Legacy donations might not be the most glamorous end of the charity fundraising market but with the average value of a will gift now rising to nearly £64,000 and worth an estimated £3bn each year to the sector as a whole, the income is not to be sniffed at.
Yet while most charities take a rather sombre approach to attracting legacy donations, the British Heart Foundation is aiming to be more upbeat – quite literally, it seems – with the launch of a new 60-second ad spearheaded by the 1973 Slade classic Cum On Feel the Noize.
“The Noisy Generation”, devised by Saatchi & Saatchi London along with Nexus Studios, opens at a reconstruction of a Slade gig, complete with Glastonbury-sized stage and head-banging audience. It then uses the concert as a backdrop to transport viewers on an archival journey through many of the transformative events of the 1960s and 1970s.
The crowd changes to represent key cultural moments such as the women’s rights marches, the anti-war movement, the emergence of the contraceptive pill, Concorde, punk rock and – naturally – the first heart transplant, all to the sound of the quintessentially British rock anthem.
The ad then switches to the modern day and a woman sitting alone contemplating her will as the voice-over states: “We were a noisy generation. But it might be something quiet that we do that becomes our greatest legacy.”
As the scene changes to show a heart research facility at work, the voice-over concludes: “Leaving a gift in your will to the British Hart Foundation would fund ground-breaking research that could help save millions of lives. Search BHF wills.”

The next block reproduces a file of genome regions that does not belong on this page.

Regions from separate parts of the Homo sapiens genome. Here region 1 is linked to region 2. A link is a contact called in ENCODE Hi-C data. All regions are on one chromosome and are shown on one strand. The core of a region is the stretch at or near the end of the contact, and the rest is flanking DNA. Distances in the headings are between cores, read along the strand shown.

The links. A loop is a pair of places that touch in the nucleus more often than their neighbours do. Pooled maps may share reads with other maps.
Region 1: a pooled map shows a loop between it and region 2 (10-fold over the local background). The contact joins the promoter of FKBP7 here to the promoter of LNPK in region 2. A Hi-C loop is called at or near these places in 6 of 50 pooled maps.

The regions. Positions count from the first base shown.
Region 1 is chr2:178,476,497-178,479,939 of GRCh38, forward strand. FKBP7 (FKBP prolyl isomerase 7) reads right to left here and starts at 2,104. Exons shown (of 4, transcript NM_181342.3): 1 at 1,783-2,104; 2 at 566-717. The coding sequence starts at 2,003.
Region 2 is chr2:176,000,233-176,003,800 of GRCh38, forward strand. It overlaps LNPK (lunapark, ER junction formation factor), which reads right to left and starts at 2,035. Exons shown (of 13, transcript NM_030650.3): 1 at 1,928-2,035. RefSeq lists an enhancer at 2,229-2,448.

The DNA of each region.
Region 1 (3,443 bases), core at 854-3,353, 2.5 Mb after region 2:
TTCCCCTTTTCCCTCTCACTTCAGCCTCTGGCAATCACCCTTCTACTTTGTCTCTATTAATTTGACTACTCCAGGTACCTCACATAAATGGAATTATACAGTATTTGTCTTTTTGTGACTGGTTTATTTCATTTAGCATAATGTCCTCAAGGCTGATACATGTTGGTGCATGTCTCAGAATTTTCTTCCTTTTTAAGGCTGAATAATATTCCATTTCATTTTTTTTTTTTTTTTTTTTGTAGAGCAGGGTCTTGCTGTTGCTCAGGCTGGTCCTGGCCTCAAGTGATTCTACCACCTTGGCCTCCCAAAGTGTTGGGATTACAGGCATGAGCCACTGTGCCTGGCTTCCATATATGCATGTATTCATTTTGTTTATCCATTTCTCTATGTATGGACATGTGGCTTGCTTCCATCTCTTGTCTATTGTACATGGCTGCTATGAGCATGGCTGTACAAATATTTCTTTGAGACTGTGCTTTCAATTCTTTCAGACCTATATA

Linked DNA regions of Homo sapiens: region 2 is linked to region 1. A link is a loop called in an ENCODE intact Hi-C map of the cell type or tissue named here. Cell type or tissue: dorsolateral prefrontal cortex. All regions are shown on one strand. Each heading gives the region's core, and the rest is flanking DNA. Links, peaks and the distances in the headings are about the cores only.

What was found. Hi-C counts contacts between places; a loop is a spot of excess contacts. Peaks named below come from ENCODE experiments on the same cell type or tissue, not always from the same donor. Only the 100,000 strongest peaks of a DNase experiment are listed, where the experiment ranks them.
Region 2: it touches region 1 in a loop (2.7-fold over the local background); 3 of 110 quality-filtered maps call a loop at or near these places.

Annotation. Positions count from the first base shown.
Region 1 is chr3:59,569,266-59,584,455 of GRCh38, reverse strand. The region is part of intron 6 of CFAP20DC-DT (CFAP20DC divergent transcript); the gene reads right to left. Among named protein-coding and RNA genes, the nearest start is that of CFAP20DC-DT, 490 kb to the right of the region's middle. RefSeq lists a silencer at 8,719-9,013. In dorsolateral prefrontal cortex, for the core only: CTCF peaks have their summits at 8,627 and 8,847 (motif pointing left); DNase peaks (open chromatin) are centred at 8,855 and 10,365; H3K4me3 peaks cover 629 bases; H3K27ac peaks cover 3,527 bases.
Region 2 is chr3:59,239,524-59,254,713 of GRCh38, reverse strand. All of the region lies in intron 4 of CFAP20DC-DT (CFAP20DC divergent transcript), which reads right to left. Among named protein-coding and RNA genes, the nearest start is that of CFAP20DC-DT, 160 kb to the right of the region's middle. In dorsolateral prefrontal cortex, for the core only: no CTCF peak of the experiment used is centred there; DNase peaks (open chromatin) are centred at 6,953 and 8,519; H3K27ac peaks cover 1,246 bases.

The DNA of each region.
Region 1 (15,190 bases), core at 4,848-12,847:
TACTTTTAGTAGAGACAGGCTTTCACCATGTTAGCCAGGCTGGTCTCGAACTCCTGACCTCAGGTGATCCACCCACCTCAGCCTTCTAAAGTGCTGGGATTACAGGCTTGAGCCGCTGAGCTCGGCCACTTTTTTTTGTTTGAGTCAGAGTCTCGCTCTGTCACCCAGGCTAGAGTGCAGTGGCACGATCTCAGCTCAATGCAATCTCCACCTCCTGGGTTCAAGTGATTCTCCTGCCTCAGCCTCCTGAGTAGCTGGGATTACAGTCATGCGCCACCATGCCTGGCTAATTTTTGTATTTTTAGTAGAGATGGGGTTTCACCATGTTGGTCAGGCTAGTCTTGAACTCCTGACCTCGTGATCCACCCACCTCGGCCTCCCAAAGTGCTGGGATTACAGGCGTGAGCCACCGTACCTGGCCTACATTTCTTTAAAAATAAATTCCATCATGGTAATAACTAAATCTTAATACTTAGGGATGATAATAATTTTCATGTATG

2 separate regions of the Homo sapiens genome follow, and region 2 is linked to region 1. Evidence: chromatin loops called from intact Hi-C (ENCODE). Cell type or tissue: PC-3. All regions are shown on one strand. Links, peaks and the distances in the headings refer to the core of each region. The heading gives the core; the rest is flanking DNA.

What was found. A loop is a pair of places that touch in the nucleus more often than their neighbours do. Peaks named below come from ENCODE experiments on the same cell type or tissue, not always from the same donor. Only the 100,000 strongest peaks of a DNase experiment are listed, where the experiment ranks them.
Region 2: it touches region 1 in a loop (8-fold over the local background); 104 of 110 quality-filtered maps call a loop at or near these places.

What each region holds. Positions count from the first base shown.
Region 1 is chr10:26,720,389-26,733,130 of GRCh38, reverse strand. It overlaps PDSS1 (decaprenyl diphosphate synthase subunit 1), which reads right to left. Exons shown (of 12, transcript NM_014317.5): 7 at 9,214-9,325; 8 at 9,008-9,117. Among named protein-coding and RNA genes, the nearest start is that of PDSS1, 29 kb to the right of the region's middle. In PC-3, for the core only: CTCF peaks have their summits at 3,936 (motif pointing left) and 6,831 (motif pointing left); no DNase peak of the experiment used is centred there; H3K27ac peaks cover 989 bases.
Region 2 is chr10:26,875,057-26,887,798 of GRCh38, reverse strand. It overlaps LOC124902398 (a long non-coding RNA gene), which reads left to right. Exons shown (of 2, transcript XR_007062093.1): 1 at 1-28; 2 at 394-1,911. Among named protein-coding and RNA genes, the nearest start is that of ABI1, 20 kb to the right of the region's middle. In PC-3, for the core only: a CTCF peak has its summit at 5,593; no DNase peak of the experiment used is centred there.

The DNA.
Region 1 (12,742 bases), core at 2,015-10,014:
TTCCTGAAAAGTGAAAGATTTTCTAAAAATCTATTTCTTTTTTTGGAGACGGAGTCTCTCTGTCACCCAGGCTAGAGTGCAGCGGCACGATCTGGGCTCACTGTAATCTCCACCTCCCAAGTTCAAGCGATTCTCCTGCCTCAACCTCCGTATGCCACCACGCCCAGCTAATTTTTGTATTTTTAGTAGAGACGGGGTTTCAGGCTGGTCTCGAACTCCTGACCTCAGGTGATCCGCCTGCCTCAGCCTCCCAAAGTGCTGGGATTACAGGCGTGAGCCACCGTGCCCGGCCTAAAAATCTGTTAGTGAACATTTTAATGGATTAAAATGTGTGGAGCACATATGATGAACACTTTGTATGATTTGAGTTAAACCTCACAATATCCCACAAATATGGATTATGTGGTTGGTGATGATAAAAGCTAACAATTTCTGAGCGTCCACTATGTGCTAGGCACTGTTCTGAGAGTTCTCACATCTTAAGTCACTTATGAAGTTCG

Nexus Studios director Mischa Rozema said: “Shooting ‘The Noisy Generation’ was a wild experience. We built a full size festival mainstage, had kickass musicians perform in platform shoes and full glam, and even a hugely enthusiastic crowd of revellers. I’d say we came pretty close to a real 1970s Slade live show. Thanks Saatchi and the British Heart Foundation for trusting us.”
So, what is the consensus around the Decision Marketing office?
Well, with many in the Decision Marketing team “of a certain age”, we can actually remember most of the transformative events of the 1960s and 1970s, although even we are a little young to recall what we were doing when JFK got shot.
Still, you can’t beat a bit of nostalgia and, to be fair, this ad hits all the right notes. Even the Slade concert – which must have been fraught with potential pitfalls – is quite impressive.
Just one thing, wouldn’t have been nice if Slade’s original members – Noddy Holder, Jim Lea, Dave Hill and Don Powell – could have set aside their difference for a great cause and allowed the BHF to use original footage of them? Sadly, it seems, Mama, They’re All Crazee Now.
Decision Marketing Adometer: A ‘Coz I Luv You’ 10 out of 10